NASA Glenn Research Center inducted its second class into its Hall of Fame as part of a year-long celebration of the center’s 75th anniversary. Again, the honorees emerged from a variety of fields, from center directors, to groundbreaking researchers, computer analyists, and education.
The induction ceremony was held on September 24, 2015 in the Mission Integration Center (MIC). Deputy Director Marla Perez-Davis and NASA Chief Scientist Ellen Stofan (via video) provided introductory remarks, and the ceremony was led by local media personality, Greg Dee. Andy Stofan, Eli Reshotko, Lonnie Reid, Lynn Bondurant, and Julian Earls were present to receive their honors, while family members and former colleagues accepted for the others.
- Hall of Fame Class of 2016 Press Release
- Call for Nominations (2016)
- Hall of Fame Announcement (2016)
- Induction Ceremony Program (2016)
- Inductees Plaques (2016)
- Glenn Welcomes Second Class of Inductees (2016)
Dr. Lynn Bondurant, Jr., began his NASA career in 1981 as the director of the newly established Office of Educational Programs. His visionary leadership and tireless commitment to science, technology, engineering, and mathematics (STEM) education laid the foundation for the center’s excellent educational outreach. By creating unique and engaging programs for students and educators, such as the Mobile Aeronautics Education Lab, he inspired a deeper appreciation for STEM in countless youth and undoubtedly motivated many to pursue science-related careers. Bondurant retired in 1999 with over 20 years of Government service.
Over his 40-year career, Dr. Julian M. Earls helped to shape the center in a number of areas. He began his career in 1965 as a physicist and quickly established himself as a leader in health physics and radiology, authoring NASA’s first-ever health-physics guides. Dr. Earls was a champion of equal opportunity and the first African American to hold many leadership positions at the center. He rose to the ranks of center director in 2003, where his energy and leadership elevated the center’s presence in the agency and region. Dr. Earls retired in 2005.
Sanford Gordon and Bonnie McBride worked side by side to develop one of the most important and widely used computer programs in the aerospace industry, and they continued to improve the program for decades until their deaths. Now known as Chemical Equilibrium with Applications (CEA), the program is still used worldwide. Applications include assigned thermodynamic states, theoretical rocket performance, Chapman-Jouguet detonations, and shock-tube parameters for incident and reflected shocks. Gordon retired in 1985 and continued to work with our contract partners. McBride passed away in 2005 while still employed as a physicist in the Combustion Branch.
Dr. Harold Kaufman began his career at the center in 1951 and developed and tested the first electron-bombardment ion thruster in 1959. The Space Electric Rocket Tests (SERT I and II) used Kaufman’s ion engine in the first successful demonstration of electric propulsion in space and confirmed the technology for long-duration spaceflights. Dr. Kaufman’s research revolutionized the exploration of deep space, becoming the basis for ion propulsion systems that are in use today and planned for future NASA deep space missions. Dr. Kaufman retired from NASA in 1974 and became a professor at Colorado State University.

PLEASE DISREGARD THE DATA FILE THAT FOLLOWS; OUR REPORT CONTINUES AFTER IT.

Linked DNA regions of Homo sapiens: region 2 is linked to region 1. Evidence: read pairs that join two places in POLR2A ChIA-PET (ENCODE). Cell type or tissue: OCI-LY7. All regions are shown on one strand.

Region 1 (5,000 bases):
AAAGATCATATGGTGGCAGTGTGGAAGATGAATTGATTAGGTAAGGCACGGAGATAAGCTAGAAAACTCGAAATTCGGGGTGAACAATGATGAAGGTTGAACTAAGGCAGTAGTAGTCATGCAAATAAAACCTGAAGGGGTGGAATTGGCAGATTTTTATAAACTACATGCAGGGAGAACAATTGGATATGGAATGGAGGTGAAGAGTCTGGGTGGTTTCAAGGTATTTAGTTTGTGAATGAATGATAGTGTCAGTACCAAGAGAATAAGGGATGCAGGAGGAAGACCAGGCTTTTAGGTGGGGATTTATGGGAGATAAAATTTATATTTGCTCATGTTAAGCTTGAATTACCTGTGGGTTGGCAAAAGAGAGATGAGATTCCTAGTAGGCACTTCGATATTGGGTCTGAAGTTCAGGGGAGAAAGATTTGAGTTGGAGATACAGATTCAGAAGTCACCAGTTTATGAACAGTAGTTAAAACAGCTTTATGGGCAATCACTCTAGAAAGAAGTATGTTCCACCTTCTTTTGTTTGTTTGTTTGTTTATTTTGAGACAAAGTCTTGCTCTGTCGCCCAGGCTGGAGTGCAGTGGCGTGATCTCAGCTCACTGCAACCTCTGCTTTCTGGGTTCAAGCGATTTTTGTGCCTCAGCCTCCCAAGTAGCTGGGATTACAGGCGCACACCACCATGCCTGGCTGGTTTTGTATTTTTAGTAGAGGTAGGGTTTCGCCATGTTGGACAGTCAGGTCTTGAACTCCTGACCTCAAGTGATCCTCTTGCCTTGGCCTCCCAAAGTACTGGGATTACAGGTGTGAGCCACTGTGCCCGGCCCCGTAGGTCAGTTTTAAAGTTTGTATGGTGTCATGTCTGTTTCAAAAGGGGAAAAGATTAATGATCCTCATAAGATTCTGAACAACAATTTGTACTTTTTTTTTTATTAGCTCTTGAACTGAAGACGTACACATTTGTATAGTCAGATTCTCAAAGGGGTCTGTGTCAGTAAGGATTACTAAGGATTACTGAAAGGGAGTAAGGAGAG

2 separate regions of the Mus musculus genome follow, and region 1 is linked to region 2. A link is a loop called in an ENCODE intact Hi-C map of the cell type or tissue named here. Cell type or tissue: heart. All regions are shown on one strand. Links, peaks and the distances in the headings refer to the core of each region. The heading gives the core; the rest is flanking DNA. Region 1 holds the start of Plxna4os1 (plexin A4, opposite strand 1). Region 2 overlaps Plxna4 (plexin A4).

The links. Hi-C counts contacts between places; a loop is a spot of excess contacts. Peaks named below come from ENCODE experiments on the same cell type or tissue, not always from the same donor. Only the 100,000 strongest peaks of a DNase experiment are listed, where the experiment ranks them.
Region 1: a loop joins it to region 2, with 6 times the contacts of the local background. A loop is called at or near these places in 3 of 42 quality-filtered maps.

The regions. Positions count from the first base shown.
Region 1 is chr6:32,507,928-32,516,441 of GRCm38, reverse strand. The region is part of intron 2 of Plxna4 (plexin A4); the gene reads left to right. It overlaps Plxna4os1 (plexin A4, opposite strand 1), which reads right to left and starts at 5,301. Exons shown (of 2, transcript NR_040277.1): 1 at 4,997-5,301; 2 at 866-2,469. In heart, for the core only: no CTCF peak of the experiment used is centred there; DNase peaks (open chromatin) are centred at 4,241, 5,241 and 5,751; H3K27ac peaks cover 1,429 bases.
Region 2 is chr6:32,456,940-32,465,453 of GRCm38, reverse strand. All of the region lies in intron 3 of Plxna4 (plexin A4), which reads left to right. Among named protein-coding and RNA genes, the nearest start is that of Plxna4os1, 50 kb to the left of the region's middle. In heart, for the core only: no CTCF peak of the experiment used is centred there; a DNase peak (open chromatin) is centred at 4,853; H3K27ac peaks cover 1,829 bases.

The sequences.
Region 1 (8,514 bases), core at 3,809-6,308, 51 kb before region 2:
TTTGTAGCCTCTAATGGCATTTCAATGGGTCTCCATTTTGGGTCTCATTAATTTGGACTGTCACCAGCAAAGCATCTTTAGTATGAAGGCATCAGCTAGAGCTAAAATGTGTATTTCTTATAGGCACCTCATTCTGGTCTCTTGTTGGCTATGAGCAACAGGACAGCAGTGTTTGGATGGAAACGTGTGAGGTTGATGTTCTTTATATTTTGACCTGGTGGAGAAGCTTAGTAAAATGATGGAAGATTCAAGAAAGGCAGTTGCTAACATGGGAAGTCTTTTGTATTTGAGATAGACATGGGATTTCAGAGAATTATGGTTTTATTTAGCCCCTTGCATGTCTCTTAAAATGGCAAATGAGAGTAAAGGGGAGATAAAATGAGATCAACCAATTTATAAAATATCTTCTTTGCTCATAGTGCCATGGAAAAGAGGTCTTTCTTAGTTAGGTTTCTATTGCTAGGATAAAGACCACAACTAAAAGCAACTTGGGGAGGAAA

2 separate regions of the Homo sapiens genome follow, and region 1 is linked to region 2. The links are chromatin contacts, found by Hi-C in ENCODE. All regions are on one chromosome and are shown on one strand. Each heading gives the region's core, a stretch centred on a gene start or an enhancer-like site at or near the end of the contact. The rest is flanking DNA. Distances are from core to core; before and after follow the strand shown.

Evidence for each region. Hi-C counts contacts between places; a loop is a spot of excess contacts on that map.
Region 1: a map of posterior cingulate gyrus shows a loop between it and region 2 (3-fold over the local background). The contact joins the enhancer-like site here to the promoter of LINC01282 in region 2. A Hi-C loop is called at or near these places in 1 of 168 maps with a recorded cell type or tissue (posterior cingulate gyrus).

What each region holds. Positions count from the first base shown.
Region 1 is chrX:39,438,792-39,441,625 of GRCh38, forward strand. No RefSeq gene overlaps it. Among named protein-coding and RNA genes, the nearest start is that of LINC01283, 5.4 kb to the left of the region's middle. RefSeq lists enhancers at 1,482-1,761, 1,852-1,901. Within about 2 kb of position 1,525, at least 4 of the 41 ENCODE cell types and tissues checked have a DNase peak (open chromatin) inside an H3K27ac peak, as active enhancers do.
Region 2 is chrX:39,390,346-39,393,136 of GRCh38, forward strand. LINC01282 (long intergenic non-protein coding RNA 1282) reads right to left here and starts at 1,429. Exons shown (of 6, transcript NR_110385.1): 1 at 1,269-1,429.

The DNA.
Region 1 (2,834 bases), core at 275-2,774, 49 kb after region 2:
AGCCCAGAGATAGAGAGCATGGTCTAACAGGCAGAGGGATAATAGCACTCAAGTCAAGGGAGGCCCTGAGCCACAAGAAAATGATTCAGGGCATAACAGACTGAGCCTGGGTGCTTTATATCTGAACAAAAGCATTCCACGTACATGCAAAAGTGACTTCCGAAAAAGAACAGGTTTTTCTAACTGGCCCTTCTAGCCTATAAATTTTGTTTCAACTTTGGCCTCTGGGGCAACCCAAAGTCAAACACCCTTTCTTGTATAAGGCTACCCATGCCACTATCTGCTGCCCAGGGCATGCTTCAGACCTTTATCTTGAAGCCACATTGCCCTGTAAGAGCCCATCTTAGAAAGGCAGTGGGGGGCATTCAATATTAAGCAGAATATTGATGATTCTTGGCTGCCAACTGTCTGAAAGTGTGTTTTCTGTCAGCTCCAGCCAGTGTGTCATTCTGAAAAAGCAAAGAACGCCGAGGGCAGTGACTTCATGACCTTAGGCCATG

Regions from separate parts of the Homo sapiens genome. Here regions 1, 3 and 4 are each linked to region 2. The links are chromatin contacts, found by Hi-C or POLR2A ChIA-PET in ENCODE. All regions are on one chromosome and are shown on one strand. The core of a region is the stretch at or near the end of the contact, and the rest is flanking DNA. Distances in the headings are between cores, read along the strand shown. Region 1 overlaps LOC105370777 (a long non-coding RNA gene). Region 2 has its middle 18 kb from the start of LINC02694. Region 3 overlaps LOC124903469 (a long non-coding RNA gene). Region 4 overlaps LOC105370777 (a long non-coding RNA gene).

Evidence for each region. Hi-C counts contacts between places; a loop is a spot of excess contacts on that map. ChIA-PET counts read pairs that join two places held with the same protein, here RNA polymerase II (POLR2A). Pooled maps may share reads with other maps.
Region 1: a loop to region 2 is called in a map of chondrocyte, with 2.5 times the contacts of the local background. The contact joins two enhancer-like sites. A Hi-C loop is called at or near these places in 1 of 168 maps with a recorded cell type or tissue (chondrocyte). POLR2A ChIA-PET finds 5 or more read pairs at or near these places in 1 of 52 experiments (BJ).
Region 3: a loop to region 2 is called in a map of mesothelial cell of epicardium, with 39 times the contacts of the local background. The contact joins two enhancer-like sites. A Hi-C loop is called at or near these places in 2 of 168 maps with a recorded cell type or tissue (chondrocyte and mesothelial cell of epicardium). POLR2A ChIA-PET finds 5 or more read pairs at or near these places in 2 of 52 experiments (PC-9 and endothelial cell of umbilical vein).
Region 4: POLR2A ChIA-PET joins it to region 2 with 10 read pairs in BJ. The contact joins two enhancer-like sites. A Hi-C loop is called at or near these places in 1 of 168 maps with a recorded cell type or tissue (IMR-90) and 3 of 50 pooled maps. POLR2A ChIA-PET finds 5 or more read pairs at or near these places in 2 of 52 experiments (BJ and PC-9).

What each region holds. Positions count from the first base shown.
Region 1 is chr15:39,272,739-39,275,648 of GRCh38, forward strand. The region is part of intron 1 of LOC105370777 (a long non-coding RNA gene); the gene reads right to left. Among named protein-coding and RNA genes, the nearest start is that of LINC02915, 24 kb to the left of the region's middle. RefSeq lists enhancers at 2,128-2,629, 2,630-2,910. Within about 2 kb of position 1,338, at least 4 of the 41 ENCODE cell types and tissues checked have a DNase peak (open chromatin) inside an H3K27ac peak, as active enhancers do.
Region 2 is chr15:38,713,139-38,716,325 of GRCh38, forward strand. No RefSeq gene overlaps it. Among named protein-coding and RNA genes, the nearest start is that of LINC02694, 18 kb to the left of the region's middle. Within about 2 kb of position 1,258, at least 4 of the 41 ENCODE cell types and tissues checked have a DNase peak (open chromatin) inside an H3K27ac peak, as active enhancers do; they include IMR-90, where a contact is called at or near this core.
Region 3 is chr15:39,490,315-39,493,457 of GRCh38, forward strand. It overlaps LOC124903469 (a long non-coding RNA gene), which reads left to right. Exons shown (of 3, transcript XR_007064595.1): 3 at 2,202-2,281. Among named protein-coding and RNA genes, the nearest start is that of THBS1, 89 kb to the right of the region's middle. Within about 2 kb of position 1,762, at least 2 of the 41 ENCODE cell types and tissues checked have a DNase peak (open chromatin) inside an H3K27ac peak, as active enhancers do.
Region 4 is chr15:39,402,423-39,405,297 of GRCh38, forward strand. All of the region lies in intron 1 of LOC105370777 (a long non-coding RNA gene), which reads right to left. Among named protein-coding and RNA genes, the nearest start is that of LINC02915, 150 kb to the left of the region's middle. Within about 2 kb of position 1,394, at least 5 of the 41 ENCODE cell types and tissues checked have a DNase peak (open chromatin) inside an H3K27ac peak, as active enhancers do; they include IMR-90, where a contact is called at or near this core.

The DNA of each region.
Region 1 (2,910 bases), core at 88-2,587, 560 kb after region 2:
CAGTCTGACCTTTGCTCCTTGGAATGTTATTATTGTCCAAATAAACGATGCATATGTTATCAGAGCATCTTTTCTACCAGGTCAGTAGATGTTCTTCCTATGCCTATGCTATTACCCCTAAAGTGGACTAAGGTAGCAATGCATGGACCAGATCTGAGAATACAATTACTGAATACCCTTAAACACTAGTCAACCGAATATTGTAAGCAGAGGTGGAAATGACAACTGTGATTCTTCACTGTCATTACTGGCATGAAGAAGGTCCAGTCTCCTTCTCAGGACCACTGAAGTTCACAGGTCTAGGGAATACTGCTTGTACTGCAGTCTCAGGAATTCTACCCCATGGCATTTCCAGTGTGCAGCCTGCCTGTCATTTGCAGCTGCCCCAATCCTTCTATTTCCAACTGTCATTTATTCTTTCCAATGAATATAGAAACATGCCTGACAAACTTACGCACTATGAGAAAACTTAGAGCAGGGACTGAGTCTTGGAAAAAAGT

Dr. Lonnie Reid is nationally recognized for his knowledge of internal flow in advanced aerospace propulsion systems. His long history of integrating the theoretical and experimental elements of fluid dynamics resulted in an expanded database of compressor and fan design. He was the first African American at the center to be appointed to the Senior Executive Service (in 1990) and became chief of the Internal Fluid Mechanics Division. Dr. Reid retired in 1994 with 32 years of NASA service and a legacy of mentoring the next generation of scientists and engineers.
Starting fundamental research at the Lab in 1951, Dr. Eli Reshotko made pioneering contributions in fluid mechanics, including advances in high-speed flows; heat transfer; flow in inlets, nozzles, and ejectors; turbulent boundary layers, compressible boundary layers; and heat transfer on blunt bodies, cones, and cylinders. His contributions enable advanced designs of supersonic and hypersonic propulsion and aircraft. In 1964 he left the center to become a professor in Case Western Reserve University, where he continued to coauthor papers with center researchers.
Andrew “Andy” Stofan started at the center in 1958, researching propellant behavior in fuel tanks. He moved quickly to the Centaur Program, led the successful Titan/Centaur Project, and became Launch Vehicles Manager. When he became center director in 1982, the center was on the brink of a shutdown. His visionary leadership and introduction of participatory management and the center’s first strategic plan revitalized the center and brought in four major programs. Stofan retired from NASA in 1988, but his strategic planning initiatives still influence the center’s long-range planning.
Steve Szabo began his career at the center in 1963 as a Centaur Program systems engineer. Over the next 20 years he took on managerial roles of increasing engineering responsibility in the Launch Vehicles Directorate. In 1986 he was tasked with establishing the first Engineering Directorate at the center. His efforts directly improved the engineering capabilities of the center and ensured the success of many lab programs. The center’s most prestigious engineering award is named in his memory as an acknowledgement of his commitment to excellence in engineering.